A Day in Another World

March 2, 2019

Really enjoy our “penthouse” hotel room here in San Cristóbal de las Casas. I am not normally a big fan of heavy Spanish furniture but it fits here wonderfully. At seven thousand feet, we didn’t need AC. There was none anyway. We donned coats for the first time this trip. Our goal was to visit two nearby villages of indigenous residents. It would be another worldly experience.

Ninety percent of Mexican people are of Mestizo heritage being in some degree a mix of European and Indian ancestry. There are still large numbers of Mayan descendants in the extreme south of Mexico where we are now visiting. The local dominant tribe is the Tzotzil who speak a Mayan dialect and take a great deal of pride in their own culture. They have fought in recent years to assert themselves against the dominant “Ladino” society. In the 1980’s they briefly rebelled against the Mexican state during the Zapatista movement. I’ll skip the history at present and move to today.

We ventured a few miles outside San Cristóbal in a crowded tourist van. Our guide who is Ladino has been working in the Tzotzil towns for years and is known and respected. He gave us both a basic ethnography of the Tzotzil which in Mayan translates to the “people of the Bat” as in Batman. He gave us the rules of photography and the basics in polite behavior. We were kind of ready.

Today was a day of Carnival so we were greeted with loud explosions of homemade fireworks. The town of Chamula has some 70,000 residents and is self-governing. The people run their own courts, have their own police and make their own rules. We spent several hours trying to stay out of trouble. The police carry long black bat like sticks and wear sheep wool coverings. They are easy to spot. The other high officials, religious-political-elders all have specific duties including weekly tribunals. The crime rate is low.

No close photographs without permission. No pictures of the colorful, numerous and loud celebrations and none inside their churches. We were good tourists and played by the rules. It was sure tempting with hundreds of brightly costumed “monkey men” hopping around a couple feet away. The women wear distinctive black sheep wool skirts and predominantly blue tops. The kids are universally cute.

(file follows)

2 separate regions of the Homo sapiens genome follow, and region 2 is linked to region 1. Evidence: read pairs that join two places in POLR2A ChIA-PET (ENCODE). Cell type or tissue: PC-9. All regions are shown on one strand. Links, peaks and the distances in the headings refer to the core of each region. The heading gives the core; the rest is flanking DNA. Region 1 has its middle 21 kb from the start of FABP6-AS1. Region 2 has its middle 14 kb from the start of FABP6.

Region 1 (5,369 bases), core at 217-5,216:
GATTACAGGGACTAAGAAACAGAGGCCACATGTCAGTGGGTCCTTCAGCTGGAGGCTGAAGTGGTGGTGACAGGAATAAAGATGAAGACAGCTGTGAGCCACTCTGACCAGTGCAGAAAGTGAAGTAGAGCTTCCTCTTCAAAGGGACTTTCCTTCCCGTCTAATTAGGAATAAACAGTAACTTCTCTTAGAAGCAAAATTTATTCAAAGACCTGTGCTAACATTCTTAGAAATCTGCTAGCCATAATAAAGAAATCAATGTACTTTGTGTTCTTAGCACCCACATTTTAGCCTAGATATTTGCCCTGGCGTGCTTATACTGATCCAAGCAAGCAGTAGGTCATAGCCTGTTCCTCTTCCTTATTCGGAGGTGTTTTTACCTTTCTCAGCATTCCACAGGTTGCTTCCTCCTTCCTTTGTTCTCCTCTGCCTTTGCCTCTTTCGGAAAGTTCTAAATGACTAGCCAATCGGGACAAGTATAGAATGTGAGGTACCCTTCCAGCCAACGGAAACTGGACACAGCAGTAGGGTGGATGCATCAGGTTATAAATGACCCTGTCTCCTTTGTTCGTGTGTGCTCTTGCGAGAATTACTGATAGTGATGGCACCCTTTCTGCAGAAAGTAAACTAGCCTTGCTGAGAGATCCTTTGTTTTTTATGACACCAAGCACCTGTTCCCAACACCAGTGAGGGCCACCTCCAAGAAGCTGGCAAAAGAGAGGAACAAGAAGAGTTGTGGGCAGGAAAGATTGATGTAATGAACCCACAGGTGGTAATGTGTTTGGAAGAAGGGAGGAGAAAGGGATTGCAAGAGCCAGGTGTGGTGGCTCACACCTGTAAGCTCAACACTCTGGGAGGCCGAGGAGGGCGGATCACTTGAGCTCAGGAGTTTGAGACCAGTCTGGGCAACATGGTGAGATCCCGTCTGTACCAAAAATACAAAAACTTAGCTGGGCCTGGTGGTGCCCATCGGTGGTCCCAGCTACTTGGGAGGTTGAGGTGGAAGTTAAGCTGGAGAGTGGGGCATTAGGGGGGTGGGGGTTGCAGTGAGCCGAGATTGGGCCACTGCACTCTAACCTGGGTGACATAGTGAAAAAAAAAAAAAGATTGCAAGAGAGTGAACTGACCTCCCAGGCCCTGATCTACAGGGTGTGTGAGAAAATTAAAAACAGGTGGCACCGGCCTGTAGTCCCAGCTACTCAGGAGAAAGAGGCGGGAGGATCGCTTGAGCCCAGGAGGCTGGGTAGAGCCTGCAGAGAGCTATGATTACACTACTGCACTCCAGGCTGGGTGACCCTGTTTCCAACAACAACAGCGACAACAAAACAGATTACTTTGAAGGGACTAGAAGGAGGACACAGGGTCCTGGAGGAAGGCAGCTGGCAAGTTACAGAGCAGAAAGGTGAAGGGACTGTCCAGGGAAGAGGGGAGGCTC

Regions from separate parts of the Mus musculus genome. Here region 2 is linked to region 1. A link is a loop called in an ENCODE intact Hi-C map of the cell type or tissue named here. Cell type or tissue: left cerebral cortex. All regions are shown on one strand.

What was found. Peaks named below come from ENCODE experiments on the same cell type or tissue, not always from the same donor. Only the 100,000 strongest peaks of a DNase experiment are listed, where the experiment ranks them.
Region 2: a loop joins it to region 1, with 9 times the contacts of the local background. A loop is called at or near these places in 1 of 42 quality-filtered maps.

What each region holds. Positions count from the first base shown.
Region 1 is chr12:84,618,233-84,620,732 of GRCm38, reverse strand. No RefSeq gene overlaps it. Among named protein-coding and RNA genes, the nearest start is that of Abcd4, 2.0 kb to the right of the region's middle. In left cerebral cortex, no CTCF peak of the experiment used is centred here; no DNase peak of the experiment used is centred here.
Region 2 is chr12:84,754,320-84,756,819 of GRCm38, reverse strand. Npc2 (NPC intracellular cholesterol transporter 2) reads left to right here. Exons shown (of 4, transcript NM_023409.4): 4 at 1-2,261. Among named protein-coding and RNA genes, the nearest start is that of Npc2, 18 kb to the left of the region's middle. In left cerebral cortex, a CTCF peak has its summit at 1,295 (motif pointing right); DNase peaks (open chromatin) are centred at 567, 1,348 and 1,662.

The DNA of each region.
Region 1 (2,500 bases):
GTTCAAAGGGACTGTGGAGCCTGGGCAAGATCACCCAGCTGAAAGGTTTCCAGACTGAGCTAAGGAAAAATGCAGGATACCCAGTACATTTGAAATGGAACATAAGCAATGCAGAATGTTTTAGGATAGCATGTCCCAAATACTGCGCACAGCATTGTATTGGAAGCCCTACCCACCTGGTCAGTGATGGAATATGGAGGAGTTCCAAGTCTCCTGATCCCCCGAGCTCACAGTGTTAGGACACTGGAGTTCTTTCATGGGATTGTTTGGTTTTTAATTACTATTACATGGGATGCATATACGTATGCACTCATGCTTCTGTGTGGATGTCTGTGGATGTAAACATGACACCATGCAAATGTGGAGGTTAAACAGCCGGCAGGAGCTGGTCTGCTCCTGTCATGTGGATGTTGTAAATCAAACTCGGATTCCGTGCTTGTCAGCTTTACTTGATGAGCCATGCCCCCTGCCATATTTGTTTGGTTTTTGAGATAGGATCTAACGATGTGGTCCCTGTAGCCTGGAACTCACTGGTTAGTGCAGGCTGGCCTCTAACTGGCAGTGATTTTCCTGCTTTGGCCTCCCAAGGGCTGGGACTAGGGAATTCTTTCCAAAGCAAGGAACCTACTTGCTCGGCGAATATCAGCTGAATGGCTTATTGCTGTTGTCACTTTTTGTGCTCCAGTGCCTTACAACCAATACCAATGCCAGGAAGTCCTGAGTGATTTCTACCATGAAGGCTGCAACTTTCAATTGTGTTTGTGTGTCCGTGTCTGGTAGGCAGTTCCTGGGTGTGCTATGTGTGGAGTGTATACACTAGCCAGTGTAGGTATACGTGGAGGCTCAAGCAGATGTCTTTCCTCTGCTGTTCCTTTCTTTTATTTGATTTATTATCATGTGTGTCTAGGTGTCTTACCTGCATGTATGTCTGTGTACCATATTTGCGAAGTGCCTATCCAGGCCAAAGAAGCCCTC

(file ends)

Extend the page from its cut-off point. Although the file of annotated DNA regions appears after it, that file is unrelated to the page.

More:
The people of Chamula will occasionally invite a Catholic Priest to conduct a Mass but for the most part they do things their own way. The cemetery was full of both Christian crosses and Mayan trees of life. The Mayan tree of life was sculpted in the Palenque temples and is decorated by pine boughs today. Many graves had both. The church itself is unique with a layer of pine needles covering the floor and clothed statues of the entire team of Christian Saints. Candles were everywhere on the floor as groups of people prayed with their healer. The chickens were there to absorb evil spirits from the sick. The chickens met a bloodless demise when the healer determined that the chicken was full of enough bad vibes. The people made double sure of not absorbing bad spirits by using plenty of pine pitch incense and drinking CocaCola. The dark drink makes you belch and bad spirits are induced to depart. Dark Coke is substituted with Orange Fanta or green Sprite for lesser maladies.

We also visited the home of an elder who burned copious quantities of incense chasing Peggy out the door. I hung in long enough to partake in the local moonshine that is part of the religious service. I inhaled enough incense to be purified for at least a day or until I can get to a shower. My intention in making some degree of lightness about this affair is to assure my friends that I am an observer in these strange rites. But I must admit this large community seems to work.

We visited another Tzotzil community a few miles away where the religious practices are close enough to Roman Catholic beliefs for the church to perform regular Mass. but in both cases, these long persecuted indigenous people have a great deal of pride and seek to maintain their traditional society. Those who stray are booted out of the towns. We were visitors and just left on our own accord.

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